What would a recession mean for Australia’s universities?

What would a recession mean for Australia’s universities?

Headlines about the trajectory of Australia’s economy in 2019 paint a gloomy picture of low consumer spending, a tumbling housing market and indicators of a recession.

The impact of a protracted economic downturn on businesses is obvious – but what about organisations like universities, TAFEs and private colleges?

IBISWorld senior analyst Jason Aravanis says a recession would have a mixed impact on the higher education sector.

He says universities could benefit from greater enrolment by people who are unable to find employment in the current job market, as was the case in the US during the Global Financial Crisis.

“However, Australian universities could also be hindered if a recession were to occur in major foreign economies,” Aravanis told The Educator.

“International students are a major source of revenue for the sector, and a downturn in overseas economies could reduce the ability of foreign students to afford education in Australia.”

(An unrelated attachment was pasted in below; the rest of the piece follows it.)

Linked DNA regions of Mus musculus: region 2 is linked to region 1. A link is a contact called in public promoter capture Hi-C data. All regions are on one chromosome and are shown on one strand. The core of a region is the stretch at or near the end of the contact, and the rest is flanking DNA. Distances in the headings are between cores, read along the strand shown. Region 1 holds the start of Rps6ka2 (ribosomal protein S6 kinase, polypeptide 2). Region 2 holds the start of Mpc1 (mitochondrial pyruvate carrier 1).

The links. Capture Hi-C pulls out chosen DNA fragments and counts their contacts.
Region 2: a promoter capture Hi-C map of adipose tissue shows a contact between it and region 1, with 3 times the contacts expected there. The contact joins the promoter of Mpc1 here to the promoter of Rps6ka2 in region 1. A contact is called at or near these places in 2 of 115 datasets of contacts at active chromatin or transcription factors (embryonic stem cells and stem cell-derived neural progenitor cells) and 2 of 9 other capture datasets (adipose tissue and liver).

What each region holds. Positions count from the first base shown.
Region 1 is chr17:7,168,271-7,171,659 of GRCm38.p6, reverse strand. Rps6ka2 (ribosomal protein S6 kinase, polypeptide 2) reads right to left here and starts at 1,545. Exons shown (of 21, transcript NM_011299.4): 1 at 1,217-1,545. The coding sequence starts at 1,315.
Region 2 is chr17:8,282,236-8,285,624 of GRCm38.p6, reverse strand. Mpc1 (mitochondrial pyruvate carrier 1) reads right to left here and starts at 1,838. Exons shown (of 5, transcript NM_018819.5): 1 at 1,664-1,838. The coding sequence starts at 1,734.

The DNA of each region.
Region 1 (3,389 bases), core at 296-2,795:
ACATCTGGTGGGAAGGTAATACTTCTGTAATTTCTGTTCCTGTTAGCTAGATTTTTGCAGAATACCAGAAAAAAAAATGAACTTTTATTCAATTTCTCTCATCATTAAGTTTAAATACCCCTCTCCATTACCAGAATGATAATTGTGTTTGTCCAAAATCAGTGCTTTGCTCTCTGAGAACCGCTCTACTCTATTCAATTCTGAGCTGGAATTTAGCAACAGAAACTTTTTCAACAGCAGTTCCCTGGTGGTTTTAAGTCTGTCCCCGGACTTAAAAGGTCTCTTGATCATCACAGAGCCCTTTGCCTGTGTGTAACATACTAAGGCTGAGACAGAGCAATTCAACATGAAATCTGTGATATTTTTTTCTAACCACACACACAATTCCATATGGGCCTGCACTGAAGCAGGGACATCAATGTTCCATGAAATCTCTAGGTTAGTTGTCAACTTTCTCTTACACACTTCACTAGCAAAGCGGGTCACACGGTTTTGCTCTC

Aravanis said a decline in foreign enrolment would represent “a significant threat” to the higher education sector.

“Australian universities in some ways are bracing for a potential recession, through the ramping up of donation and bequest requests. This money can be stockpiled and used in the event of a recession,” he said.

“Additionally, Australian Universities have a significant amount of control over the tuition fees that they charge, allowing them to raise the costs of their course in the event of a recession.”

However, Aravanis said this activity is minimal and a recession, global or Australian, would be unlikely to have a major impact on Australian universities.

“A global recession will encourage Australian workers to upskill and enrol in University courses," he said.

"On the other hand, an Australian recession will likely reduce the value of the Australian dollar and encourage an increase in enrolments from international students."